All confronted the challenge — with no income and often no savings — of trying to stay housed, fed, safe and healthy. This burden, as with so many others, hit hardest in communities already struggling. As low-income and people of color suffered higher rates of coronavirus infections and deaths, they also lost jobs in disproportionately higher numbers.
For these Marylanders, federal pandemic unemployment benefits have been a lifeline. Though never a panacea, they helped many households avoid homelessness and stave off the worst of hunger, cold and illness that afflicted so many during this dark time. The state’s economy has also benefited, as the worst-hit households have spent their benefits on groceries, rent and other staples.
Then last week, Maryland Gov. Larry Hogan (R) announced that these pandemic benefits will come to a crashing halt on July 3. Citing a “critical problem” of “severe worker shortages,” the governor claims that federal unemployment benefits are no longer necessary. Instead, he “look[s] forward to getting more Marylanders back to work.”
Don’t we all? Who wants Marylanders to face the desperation of trying to figure out which bills can be put off without losing electricity, or which medical appointments can be skipped without landing in the hospital? But “looking forward” to getting back to work does not make it so. Looking forward to work doesn’t help make rent. It doesn’t help breadwinners who can’t afford to earn wages so low they don’t cover child care, or struggling parents who can’t leave their kids until schools reopen.
Hogan’s decision to reject $1.5 billion in federal aid will have devastating consequences. It will deprive Marylanders of a life-sustaining bridge to full-time employment. It will mean more Maryland families lose their homes. It will deprive the state’s economy of federal assistance that would otherwise help businesses reopen and create jobs that would actually make unemployment benefits no longer necessary.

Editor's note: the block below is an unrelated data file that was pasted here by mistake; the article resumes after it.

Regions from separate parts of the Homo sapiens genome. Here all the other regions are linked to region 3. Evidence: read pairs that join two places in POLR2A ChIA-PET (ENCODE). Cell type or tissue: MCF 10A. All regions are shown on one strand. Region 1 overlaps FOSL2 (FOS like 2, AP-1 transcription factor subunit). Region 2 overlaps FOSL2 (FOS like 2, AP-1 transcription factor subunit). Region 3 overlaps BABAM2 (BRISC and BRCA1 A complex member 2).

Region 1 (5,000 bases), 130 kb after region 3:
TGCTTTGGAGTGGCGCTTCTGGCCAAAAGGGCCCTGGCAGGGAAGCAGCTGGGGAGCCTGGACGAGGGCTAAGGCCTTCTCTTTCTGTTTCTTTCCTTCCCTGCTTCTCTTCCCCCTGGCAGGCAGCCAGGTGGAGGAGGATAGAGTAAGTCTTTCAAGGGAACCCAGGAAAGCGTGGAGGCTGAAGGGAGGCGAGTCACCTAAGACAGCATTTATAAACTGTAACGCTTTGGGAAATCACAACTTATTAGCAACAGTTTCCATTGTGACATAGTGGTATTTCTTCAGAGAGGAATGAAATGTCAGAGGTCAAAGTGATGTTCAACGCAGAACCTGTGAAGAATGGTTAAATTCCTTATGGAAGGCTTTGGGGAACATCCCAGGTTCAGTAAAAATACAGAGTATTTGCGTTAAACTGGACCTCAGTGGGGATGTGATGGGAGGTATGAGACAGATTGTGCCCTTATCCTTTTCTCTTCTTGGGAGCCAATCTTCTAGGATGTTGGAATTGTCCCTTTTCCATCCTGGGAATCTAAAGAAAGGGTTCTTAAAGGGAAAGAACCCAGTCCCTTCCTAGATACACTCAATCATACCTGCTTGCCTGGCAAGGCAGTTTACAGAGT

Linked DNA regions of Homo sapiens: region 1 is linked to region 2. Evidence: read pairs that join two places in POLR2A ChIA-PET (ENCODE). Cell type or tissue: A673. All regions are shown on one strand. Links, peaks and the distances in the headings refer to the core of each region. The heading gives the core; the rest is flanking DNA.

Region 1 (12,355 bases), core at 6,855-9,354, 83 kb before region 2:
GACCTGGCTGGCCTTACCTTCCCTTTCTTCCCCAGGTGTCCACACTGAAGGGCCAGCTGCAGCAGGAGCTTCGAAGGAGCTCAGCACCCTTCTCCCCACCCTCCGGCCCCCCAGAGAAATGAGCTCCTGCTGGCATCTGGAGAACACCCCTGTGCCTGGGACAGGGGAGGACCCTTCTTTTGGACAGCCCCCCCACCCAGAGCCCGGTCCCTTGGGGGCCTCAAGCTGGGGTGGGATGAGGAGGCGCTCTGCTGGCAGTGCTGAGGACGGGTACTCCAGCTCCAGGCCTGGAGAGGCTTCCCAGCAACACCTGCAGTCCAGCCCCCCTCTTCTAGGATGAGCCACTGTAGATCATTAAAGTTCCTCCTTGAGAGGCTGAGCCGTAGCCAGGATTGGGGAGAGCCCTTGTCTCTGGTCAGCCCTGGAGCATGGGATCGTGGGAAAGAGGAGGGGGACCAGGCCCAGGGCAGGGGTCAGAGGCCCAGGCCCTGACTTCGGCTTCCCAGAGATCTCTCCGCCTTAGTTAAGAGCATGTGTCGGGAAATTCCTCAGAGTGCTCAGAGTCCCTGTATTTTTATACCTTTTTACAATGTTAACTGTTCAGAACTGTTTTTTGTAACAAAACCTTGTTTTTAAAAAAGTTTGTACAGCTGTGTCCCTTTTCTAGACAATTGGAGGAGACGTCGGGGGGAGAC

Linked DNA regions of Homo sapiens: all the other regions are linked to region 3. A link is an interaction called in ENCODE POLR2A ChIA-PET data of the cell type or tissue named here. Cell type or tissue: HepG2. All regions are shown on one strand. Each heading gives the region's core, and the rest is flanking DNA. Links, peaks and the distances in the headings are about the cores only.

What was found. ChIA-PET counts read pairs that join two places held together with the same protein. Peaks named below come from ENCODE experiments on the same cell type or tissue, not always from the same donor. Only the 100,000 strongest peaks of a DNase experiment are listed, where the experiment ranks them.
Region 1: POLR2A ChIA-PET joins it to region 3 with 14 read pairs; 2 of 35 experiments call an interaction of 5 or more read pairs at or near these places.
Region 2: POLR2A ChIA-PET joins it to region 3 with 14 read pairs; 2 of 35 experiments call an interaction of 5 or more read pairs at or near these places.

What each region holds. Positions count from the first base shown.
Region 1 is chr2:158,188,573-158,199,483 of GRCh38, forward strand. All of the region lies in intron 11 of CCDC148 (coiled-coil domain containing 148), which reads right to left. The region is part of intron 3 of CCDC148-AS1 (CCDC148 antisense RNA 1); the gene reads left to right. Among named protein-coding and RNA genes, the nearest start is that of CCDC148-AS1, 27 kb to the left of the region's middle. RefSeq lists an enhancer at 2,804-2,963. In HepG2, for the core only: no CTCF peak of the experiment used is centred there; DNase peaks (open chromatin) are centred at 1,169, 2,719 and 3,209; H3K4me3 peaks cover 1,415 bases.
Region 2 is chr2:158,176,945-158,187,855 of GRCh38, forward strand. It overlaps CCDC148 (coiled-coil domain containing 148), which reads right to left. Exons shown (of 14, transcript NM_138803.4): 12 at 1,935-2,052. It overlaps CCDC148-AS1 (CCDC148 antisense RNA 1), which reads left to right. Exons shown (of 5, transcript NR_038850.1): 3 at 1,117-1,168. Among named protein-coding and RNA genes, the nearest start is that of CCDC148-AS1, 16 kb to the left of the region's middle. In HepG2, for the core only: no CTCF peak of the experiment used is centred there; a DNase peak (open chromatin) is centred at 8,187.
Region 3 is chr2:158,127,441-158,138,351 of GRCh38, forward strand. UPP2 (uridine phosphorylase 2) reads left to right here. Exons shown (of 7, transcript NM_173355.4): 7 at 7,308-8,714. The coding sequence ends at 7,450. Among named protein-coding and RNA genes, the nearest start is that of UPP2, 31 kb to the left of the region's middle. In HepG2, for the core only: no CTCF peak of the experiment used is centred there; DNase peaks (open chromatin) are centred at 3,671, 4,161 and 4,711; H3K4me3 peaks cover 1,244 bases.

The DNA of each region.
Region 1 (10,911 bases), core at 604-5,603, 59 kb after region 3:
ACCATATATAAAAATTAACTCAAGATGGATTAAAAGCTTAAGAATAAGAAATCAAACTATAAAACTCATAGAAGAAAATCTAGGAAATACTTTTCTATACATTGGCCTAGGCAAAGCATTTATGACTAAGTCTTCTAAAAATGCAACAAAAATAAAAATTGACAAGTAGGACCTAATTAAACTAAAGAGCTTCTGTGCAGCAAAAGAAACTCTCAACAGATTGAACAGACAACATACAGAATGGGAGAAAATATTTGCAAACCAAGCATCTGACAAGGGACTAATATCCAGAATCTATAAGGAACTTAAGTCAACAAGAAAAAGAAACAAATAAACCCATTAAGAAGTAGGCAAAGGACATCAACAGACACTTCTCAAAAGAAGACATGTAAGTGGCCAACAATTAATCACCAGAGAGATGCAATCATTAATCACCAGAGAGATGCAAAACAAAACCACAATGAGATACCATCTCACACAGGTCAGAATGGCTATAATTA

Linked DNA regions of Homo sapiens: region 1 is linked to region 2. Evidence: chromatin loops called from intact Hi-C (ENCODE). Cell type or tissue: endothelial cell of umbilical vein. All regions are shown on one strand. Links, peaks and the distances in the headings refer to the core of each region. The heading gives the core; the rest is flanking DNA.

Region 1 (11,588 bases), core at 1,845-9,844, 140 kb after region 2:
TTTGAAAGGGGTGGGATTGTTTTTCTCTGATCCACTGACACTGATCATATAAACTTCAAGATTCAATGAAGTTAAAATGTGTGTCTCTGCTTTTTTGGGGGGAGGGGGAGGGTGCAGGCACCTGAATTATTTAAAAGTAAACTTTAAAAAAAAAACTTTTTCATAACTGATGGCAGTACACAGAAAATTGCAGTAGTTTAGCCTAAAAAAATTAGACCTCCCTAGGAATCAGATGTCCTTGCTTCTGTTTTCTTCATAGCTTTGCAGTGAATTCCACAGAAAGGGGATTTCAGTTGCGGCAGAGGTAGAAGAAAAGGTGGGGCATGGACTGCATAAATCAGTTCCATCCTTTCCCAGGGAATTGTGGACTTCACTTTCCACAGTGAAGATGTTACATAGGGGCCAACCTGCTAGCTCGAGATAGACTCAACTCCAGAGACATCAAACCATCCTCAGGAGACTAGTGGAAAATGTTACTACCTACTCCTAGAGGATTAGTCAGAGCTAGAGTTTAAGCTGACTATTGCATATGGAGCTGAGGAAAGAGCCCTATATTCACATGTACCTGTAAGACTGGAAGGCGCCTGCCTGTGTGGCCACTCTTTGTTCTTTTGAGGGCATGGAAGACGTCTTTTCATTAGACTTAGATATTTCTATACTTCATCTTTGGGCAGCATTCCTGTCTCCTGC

The governor’s rationale for prematurely cutting off access to unemployment benefits is specious at best. Most economists believe that pandemic unemployment benefits are not affecting people’s decisions about returning to work. They view factors such as child care and public transit, continuing risks of the coronavirus, inadequate skills and access to training programs as far more significant. Many also believe that the solution to short-term labor shortages is not to punish workers but rather to provide better working conditions and wages that don’t keep people living in poverty. In other words, as J.P. Morgan’s economic research team concluded, the recent parade of 25 governors rejecting more federal assistance “looks like politics, rather than economics.”
Federal pandemic benefits will end Sept. 5. Almost 200,000 Marylanders are still out of work. About 147,000 Maryland households are behind on rent, and the Centers for Disease Control and Prevention’s eviction moratorium will end June 30. The state’s moratorium provides only limited protections, and our local jurisdictions need more time to get federal rental assistance to tenants and landlords. At least four counties have yet to distribute any of the millions of dollars they have received.
At a minimum, ending federal benefits two months early will mean more latchkey kids left to fend for themselves before schools reopen in September. Families will end up in shelters, losing permanent addresses and the minimal stability necessary to find and keep a job. Going back to work becomes much tougher for workers who have no place to live.
And finally, we know that the state’s economy is not yet strong enough to turn back $1.5 billion in federal aid.
Hogan must reverse course. Marking the July 4 holiday with a premature end to unemployment benefits is misguided and unwise. Rather than gamble that cutting benefits will drive people back to work, we should err on the side of protecting the most vulnerable. This time, let’s bet on our workers.
As we emerge from the pandemic and celebrate our country’s birthday, let’s also celebrate and protect — not punish — Marylanders who need our help.